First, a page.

Background: Copper amine oxidases are a ubiquitous and novel group of quinoenzymes that catalyze the oxidative deamination of primary amines to the corresponding aldehydes, with concomitant reduction of molecular oxygen to hydrogen peroxide. The enzymes are dimers of identical 70-90 kDa subunits, each of which contains a single copper ion and a covalently bound cofactor formed by the post-translational modification of a tyrosine side chain to 2,4,5-trihydroxyphenylalanine quinone (TPQ).
Results: The crystal structure of amine oxidase from Escherichia coli has been determined in both an active and an inactive form. The only structural differences are in the active site, where differences in copper coordination geometry and in the position and interactions of the redox cofactor, TPQ, are observed. Each subunit of the mushroom-shaped dimer comprises four domains: a 440 amino acid C-terminal beta sandwich domain, which contains the active site and provides the dimer interface, and three smaller peripheral alpha/beta domains (D1-D3), each of about 100 amino acids. D2 and D3 show remarkable structural and sequence similarity to each other and are conserved throughout the quinoenzyme family. In contrast, D1 is absent from some amine oxidases. The active sites are well buried from solvent and lie some 35 A apart, connected by a pair of beta hairpin arms.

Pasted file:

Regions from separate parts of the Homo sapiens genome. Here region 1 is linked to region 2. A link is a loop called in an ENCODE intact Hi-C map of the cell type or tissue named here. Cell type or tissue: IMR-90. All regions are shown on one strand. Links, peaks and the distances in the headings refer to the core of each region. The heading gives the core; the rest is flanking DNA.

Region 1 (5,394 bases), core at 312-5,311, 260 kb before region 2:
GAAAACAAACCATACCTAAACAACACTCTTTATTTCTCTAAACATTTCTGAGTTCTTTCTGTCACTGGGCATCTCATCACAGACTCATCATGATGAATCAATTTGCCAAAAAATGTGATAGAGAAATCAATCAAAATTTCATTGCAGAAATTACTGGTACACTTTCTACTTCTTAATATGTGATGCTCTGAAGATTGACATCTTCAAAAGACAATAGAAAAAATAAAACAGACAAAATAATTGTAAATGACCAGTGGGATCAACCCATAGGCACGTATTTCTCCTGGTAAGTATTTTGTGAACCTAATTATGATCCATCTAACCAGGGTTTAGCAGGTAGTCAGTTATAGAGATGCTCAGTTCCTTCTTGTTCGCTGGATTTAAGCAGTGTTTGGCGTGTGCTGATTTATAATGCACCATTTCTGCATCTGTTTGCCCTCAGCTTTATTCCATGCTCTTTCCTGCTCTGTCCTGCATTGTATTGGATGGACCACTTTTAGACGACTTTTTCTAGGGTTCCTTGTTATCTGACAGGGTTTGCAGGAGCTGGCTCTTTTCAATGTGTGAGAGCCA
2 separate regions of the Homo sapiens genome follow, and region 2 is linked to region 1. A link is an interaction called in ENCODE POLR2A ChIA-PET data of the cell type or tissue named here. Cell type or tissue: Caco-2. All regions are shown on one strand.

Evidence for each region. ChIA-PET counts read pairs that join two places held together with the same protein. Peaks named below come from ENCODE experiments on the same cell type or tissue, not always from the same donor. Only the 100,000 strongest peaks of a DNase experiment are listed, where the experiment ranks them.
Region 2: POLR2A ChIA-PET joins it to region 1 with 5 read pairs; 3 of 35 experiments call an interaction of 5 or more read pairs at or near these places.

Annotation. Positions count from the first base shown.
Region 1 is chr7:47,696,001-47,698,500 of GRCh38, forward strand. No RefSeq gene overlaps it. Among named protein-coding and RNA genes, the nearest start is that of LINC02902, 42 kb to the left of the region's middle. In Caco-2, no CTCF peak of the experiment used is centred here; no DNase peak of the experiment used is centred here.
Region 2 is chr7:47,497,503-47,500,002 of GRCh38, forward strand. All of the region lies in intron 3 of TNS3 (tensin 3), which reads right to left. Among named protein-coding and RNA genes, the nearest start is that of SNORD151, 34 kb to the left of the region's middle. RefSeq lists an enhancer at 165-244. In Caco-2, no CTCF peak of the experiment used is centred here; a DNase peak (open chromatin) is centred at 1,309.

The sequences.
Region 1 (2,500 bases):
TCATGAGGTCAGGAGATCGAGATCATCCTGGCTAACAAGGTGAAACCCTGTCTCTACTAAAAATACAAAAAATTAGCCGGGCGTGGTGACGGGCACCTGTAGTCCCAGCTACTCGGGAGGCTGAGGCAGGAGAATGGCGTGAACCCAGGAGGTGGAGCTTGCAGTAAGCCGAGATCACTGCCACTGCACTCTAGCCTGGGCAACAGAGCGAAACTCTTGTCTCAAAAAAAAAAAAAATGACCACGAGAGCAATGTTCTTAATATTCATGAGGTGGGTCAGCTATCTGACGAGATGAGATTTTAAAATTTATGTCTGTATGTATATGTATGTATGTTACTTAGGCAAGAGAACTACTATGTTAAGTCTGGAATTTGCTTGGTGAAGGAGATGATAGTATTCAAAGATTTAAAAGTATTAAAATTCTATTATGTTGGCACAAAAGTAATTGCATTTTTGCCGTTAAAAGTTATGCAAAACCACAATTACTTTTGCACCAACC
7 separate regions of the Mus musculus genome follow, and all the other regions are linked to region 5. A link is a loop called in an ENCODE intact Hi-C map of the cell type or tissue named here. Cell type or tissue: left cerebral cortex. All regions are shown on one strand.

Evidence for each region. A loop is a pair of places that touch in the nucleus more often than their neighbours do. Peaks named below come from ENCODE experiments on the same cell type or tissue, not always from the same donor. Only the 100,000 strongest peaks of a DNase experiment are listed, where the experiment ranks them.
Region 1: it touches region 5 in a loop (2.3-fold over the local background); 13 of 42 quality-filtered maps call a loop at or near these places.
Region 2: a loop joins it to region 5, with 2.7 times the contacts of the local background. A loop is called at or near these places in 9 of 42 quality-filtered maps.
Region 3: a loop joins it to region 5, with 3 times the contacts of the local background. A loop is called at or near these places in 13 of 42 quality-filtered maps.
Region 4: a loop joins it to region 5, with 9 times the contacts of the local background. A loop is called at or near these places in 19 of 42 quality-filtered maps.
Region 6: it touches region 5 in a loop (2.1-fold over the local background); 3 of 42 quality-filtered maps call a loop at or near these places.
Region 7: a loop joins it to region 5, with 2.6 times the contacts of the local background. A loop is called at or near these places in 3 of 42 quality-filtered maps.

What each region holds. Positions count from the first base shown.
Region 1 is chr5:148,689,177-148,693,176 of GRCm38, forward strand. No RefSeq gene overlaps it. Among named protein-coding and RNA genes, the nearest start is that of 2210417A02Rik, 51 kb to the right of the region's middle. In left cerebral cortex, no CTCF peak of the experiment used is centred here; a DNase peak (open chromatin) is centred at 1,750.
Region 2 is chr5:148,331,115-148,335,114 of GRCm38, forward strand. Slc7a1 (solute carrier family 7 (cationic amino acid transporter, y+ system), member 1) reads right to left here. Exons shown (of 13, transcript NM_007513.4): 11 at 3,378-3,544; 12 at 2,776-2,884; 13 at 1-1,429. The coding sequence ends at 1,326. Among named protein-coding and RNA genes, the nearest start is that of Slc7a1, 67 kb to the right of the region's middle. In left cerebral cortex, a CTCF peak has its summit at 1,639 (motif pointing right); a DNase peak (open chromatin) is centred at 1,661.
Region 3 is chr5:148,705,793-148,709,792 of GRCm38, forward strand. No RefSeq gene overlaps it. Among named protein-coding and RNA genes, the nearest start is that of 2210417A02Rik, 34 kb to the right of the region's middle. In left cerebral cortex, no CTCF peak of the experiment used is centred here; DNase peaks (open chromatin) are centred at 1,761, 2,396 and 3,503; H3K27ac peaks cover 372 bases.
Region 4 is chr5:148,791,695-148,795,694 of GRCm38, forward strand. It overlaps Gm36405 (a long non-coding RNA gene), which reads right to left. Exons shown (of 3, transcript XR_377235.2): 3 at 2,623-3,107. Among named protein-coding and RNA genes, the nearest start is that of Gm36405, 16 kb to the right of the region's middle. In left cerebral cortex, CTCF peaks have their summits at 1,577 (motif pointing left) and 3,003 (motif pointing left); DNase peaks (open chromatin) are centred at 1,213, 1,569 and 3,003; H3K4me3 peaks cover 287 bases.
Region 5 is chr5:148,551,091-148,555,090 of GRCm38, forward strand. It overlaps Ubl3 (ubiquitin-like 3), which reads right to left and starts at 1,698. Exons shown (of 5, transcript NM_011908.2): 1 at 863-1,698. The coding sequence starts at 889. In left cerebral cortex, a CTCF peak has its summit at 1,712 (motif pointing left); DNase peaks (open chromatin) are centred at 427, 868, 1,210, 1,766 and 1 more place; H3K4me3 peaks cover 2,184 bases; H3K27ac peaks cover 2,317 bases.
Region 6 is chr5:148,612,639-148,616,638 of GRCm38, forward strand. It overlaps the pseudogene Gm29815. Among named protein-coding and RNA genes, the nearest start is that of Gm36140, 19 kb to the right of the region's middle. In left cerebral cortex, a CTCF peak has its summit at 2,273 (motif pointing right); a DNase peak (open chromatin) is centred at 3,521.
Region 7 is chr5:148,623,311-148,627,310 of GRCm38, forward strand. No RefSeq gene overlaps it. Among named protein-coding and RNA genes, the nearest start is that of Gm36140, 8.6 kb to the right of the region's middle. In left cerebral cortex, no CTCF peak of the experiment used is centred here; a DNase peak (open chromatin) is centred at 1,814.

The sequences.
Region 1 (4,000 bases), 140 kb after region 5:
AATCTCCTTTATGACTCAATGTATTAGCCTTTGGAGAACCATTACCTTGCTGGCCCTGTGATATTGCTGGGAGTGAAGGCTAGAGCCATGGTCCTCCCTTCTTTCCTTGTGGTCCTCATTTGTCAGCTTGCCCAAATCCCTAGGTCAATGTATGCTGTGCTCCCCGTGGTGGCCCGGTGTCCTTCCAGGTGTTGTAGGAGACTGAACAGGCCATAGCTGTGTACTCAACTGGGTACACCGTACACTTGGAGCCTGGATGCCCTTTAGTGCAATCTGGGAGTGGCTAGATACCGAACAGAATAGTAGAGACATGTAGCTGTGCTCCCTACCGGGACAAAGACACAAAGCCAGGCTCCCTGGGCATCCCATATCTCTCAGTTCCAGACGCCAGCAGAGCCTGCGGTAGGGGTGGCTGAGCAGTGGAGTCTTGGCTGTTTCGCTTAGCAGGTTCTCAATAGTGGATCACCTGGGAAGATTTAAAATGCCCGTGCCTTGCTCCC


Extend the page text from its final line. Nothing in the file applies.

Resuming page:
Conclusions: The crystal structure of E. coli copper amine oxidase reveals a number of unexpected features and provides a basis for investigating the intriguing similarities and differences in catalytic mechanism of members of this enzyme family. In addition to the three conserved histidines that bind the copper, our studies identify a number of other conserved residues close to the active site, including a candidate for the catalytic base and a fourth conserved histidine which is involved in an interesting intersubunit interaction.